Is the global perception of Pakistan finally changing?
Following Pakistan’s 68th Independence Day celebrations on 14th August, I look at the changing face of Pakistan and the instigators behind it.
If I were to ask you the first three words that you associate with Pakistan and you say terrorism, violence and fundamentalism, then you my friend are certainly not far from the truth. Both political and religious tensions have incited countless instances of violence and terror, most recently with the 2014 Peshawar shooting. However, due to a constant media interest in such terrorism, there is little in the headlines that serves to yield a favourable view of the country. This is no less exacerbated by Pakistan’s own history of poor global PR and in fact, as of 2014 Pakistan was even ranked as the second most negatively perceived country in the world.
Yet having visited Pakistan myself this summer, it seems that there is a gap between the world’s perception of Pakistan and its reality. Whilst you can’t deny the prevalence of violence and terror, they have come to overshadow the virtues of Pakistan, with seldom mention of the country’s natural beauty or that of its population. Pakistan has become a victim of the outside perception which is strongly influenced by mainstream media outlets zooming in on the country’s flaws without celebrating its successes – as is so common for many other developing countries also.
However, the true essence of life in Pakistan is now increasingly coming to the forefront which begs the question: is the global perception of Pakistan finally changing? The work of Humans of New York, which recently travelled all around Pakistan from the mountainous highs of Gilgit to the vibrant cityscape of Islamabad, conjured a positive response of awe and admiration from many of the photoblog’s followers. Humans of Pakistan, sharing some of Pakistan’s most breath-taking sceneries and cultural traditions, has also evoked a similar admiration and together these pages are perhaps effective in countering the dehumanisation of a society, as well as working to remove some of the stereotypes ingrained by mainstream media. It seems the spotlight is finally shifting from the country’s downfalls to what it truly has to offer.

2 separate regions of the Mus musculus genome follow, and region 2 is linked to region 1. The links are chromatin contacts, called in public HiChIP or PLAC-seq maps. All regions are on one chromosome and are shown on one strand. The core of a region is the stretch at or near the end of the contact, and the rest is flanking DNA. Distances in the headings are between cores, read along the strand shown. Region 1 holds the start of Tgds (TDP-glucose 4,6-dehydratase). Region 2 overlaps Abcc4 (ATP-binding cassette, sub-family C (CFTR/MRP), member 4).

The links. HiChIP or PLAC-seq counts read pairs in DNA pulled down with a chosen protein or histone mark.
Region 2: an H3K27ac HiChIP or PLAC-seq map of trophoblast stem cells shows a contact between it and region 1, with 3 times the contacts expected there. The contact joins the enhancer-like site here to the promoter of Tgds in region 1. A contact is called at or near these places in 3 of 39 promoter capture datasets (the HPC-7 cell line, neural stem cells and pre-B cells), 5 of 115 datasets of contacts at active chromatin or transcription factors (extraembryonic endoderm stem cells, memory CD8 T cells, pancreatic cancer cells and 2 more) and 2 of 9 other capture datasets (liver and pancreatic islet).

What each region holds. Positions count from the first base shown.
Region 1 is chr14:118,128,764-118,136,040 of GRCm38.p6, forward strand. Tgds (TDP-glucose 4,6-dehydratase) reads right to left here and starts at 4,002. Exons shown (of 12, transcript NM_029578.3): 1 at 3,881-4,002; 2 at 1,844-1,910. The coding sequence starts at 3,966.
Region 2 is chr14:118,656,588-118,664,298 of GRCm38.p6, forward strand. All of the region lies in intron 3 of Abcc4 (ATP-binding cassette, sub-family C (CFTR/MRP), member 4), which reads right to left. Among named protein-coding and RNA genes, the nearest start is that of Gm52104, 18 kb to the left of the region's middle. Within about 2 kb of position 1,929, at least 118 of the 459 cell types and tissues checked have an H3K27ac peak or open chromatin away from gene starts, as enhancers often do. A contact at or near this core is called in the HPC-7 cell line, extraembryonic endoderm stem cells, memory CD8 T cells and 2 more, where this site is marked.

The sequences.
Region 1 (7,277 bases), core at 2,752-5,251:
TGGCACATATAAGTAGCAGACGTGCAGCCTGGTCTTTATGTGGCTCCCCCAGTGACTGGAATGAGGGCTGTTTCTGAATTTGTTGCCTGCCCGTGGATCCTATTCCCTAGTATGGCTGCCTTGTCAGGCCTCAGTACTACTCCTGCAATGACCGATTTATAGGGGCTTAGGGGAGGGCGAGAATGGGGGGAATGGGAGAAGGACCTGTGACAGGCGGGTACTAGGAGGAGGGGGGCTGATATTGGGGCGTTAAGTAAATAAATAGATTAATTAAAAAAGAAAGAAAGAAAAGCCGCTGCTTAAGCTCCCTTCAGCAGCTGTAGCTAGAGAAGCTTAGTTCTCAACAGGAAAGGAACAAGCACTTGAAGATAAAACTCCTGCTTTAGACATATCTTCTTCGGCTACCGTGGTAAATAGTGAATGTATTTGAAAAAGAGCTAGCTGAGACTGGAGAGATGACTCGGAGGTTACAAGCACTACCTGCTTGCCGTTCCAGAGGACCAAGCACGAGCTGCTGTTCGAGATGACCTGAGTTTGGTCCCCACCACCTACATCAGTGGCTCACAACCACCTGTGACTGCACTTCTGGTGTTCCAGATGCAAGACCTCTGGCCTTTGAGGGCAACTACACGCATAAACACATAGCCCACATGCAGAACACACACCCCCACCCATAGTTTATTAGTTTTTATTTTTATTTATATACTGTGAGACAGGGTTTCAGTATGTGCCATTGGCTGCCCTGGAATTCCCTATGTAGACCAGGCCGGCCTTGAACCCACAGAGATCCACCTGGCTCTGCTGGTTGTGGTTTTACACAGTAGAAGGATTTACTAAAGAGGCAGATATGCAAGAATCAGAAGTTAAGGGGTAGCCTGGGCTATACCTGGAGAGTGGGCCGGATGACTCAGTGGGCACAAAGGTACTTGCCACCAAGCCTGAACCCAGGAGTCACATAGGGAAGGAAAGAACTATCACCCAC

This is backed by a strong desire amongst Pakistan’s younger generations to reshape their country’s image – as is evident in the works of motorcyclist Moin Khan who documents his travels around Pakistan, exhibiting its unseen beauty. A screening of his documentary ‘Rediscovering Pakistan: An Untold Tale’, following his journey from the Golden Gate Bridge, San Francisco to Lahore, Pakistan, also attracted a significant audience of students when he visited the University of Warwick earlier this year, perhaps indicative of a greater interest in the more positive side of Pakistan.
Whilst there is undoubtedly still a long way to go before attitudes to Pakistan may truly be changed amongst the greater public, with the prominence of social media as an alternative news source to mainstream media outlets, it’s possible that such exhibits of Pakistan may finally lead to a greater awareness of its reality. Who knows, there may be a time soon when people won’t instinctively advise me to ‘stay safe’ next time I tell them I’m visiting Pakistan for three weeks. http://www.bbc.co.uk/mediacentre/latestnews/2014/world-service-country-poll